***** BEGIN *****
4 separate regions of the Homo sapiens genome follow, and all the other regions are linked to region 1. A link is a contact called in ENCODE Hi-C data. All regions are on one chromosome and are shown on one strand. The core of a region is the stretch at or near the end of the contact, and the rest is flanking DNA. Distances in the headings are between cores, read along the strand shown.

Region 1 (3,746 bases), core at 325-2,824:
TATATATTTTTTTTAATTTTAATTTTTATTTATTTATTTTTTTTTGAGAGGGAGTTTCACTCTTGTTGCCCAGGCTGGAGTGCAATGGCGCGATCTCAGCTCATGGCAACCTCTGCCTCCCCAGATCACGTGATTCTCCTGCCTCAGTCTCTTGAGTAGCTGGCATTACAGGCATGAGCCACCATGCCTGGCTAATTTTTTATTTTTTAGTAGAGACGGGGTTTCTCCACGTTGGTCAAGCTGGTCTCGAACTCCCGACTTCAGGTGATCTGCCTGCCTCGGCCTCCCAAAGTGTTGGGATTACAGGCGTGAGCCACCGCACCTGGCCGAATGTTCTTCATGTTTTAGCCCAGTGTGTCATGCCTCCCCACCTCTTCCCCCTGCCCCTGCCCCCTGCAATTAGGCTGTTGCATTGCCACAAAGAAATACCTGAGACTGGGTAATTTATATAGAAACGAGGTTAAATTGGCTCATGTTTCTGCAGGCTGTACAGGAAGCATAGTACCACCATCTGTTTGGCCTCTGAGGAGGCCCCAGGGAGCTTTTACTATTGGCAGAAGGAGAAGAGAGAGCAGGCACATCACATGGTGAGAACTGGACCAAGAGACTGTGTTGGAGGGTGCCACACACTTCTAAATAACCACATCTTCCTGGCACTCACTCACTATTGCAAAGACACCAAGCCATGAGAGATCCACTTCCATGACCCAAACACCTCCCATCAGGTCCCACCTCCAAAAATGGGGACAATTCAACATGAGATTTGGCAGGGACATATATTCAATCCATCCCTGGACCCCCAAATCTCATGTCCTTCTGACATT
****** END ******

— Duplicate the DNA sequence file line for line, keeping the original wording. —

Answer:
4 separate regions of the Homo sapiens genome follow, and all the other regions are linked to region 1. A link is a contact called in ENCODE Hi-C data. All regions are on one chromosome and are shown on one strand. The core of a region is the stretch at or near the end of the contact, and the rest is flanking DNA. Distances in the headings are between cores, read along the strand shown.

Region 1 (3,746 bases), core at 325-2,824:
TATATATTTTTTTTAATTTTAATTTTTATTTATTTATTTTTTTTTGAGAGGGAGTTTCACTCTTGTTGCCCAGGCTGGAGTGCAATGGCGCGATCTCAGCTCATGGCAACCTCTGCCTCCCCAGATCACGTGATTCTCCTGCCTCAGTCTCTTGAGTAGCTGGCATTACAGGCATGAGCCACCATGCCTGGCTAATTTTTTATTTTTTAGTAGAGACGGGGTTTCTCCACGTTGGTCAAGCTGGTCTCGAACTCCCGACTTCAGGTGATCTGCCTGCCTCGGCCTCCCAAAGTGTTGGGATTACAGGCGTGAGCCACCGCACCTGGCCGAATGTTCTTCATGTTTTAGCCCAGTGTGTCATGCCTCCCCACCTCTTCCCCCTGCCCCTGCCCCCTGCAATTAGGCTGTTGCATTGCCACAAAGAAATACCTGAGACTGGGTAATTTATATAGAAACGAGGTTAAATTGGCTCATGTTTCTGCAGGCTGTACAGGAAGCATAGTACCACCATCTGTTTGGCCTCTGAGGAGGCCCCAGGGAGCTTTTACTATTGGCAGAAGGAGAAGAGAGAGCAGGCACATCACATGGTGAGAACTGGACCAAGAGACTGTGTTGGAGGGTGCCACACACTTCTAAATAACCACATCTTCCTGGCACTCACTCACTATTGCAAAGACACCAAGCCATGAGAGATCCACTTCCATGACCCAAACACCTCCCATCAGGTCCCACCTCCAAAAATGGGGACAATTCAACATGAGATTTGGCAGGGACATATATTCAATCCATCCCTGGACCCCCAAATCTCATGTCCTTCTGACATT